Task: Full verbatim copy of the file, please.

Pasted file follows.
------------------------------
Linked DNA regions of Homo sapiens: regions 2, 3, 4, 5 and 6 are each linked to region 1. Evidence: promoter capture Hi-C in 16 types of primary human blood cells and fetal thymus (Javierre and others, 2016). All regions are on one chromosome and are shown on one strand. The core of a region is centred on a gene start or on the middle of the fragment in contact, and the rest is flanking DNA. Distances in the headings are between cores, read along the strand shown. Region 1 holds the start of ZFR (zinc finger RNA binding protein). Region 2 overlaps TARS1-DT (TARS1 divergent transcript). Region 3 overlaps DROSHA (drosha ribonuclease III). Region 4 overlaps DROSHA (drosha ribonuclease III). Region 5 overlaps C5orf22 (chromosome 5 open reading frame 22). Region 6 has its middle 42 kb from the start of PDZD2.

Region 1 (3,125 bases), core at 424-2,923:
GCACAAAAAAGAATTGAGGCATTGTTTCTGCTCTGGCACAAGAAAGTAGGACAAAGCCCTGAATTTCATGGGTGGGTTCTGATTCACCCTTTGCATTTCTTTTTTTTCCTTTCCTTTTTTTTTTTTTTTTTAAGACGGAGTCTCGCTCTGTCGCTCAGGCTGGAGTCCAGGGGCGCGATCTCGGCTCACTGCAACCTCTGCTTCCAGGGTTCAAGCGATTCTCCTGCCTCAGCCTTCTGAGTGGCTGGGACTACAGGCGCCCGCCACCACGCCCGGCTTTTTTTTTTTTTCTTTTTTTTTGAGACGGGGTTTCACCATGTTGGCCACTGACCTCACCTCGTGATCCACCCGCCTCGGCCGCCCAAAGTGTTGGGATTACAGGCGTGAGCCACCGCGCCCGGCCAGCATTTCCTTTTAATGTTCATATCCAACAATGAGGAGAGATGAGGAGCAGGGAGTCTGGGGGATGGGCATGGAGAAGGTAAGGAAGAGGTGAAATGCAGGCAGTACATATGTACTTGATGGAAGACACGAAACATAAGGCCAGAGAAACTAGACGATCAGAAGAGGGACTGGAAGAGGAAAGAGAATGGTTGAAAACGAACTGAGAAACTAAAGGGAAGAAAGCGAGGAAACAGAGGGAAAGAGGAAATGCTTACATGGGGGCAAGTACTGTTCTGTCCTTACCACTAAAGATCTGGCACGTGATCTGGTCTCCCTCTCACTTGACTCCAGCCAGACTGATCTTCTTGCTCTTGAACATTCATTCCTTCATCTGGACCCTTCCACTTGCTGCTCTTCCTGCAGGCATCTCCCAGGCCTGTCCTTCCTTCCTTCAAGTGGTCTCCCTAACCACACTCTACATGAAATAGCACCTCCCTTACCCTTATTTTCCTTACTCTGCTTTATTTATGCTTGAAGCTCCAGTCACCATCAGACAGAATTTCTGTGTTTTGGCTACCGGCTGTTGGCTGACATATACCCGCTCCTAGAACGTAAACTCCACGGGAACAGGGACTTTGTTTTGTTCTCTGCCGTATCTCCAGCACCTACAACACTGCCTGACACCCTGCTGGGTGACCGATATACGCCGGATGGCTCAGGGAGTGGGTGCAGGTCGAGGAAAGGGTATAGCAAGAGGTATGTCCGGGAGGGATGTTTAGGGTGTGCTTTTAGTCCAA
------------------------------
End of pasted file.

Linked DNA regions of Homo sapiens: regions 2, 3, 4, 5 and 6 are each linked to region 1. Evidence: promoter capture Hi-C in 16 types of primary human blood cells and fetal thymus (Javierre and others, 2016). All regions are on one chromosome and are shown on one strand. The core of a region is centred on a gene start or on the middle of the fragment in contact, and the rest is flanking DNA. Distances in the headings are between cores, read along the strand shown. Region 1 holds the start of ZFR (zinc finger RNA binding protein). Region 2 overlaps TARS1-DT (TARS1 divergent transcript). Region 3 overlaps DROSHA (drosha ribonuclease III). Region 4 overlaps DROSHA (drosha ribonuclease III). Region 5 overlaps C5orf22 (chromosome 5 open reading frame 22). Region 6 has its middle 42 kb from the start of PDZD2.

Region 1 (3,125 bases), core at 424-2,923:
GCACAAAAAAGAATTGAGGCATTGTTTCTGCTCTGGCACAAGAAAGTAGGACAAAGCCCTGAATTTCATGGGTGGGTTCTGATTCACCCTTTGCATTTCTTTTTTTTCCTTTCCTTTTTTTTTTTTTTTTTAAGACGGAGTCTCGCTCTGTCGCTCAGGCTGGAGTCCAGGGGCGCGATCTCGGCTCACTGCAACCTCTGCTTCCAGGGTTCAAGCGATTCTCCTGCCTCAGCCTTCTGAGTGGCTGGGACTACAGGCGCCCGCCACCACGCCCGGCTTTTTTTTTTTTTCTTTTTTTTTGAGACGGGGTTTCACCATGTTGGCCACTGACCTCACCTCGTGATCCACCCGCCTCGGCCGCCCAAAGTGTTGGGATTACAGGCGTGAGCCACCGCGCCCGGCCAGCATTTCCTTTTAATGTTCATATCCAACAATGAGGAGAGATGAGGAGCAGGGAGTCTGGGGGATGGGCATGGAGAAGGTAAGGAAGAGGTGAAATGCAGGCAGTACATATGTACTTGATGGAAGACACGAAACATAAGGCCAGAGAAACTAGACGATCAGAAGAGGGACTGGAAGAGGAAAGAGAATGGTTGAAAACGAACTGAGAAACTAAAGGGAAGAAAGCGAGGAAACAGAGGGAAAGAGGAAATGCTTACATGGGGGCAAGTACTGTTCTGTCCTTACCACTAAAGATCTGGCACGTGATCTGGTCTCCCTCTCACTTGACTCCAGCCAGACTGATCTTCTTGCTCTTGAACATTCATTCCTTCATCTGGACCCTTCCACTTGCTGCTCTTCCTGCAGGCATCTCCCAGGCCTGTCCTTCCTTCCTTCAAGTGGTCTCCCTAACCACACTCTACATGAAATAGCACCTCCCTTACCCTTATTTTCCTTACTCTGCTTTATTTATGCTTGAAGCTCCAGTCACCATCAGACAGAATTTCTGTGTTTTGGCTACCGGCTGTTGGCTGACATATACCCGCTCCTAGAACGTAAACTCCACGGGAACAGGGACTTTGTTTTGTTCTCTGCCGTATCTCCAGCACCTACAACACTGCCTGACACCCTGCTGGGTGACCGATATACGCCGGATGGCTCAGGGAGTGGGTGCAGGTCGAGGAAAGGGTATAGCAAGAGGTATGTCCGGGAGGGATGTTTAGGGTGTGCTTTTAGTCCAA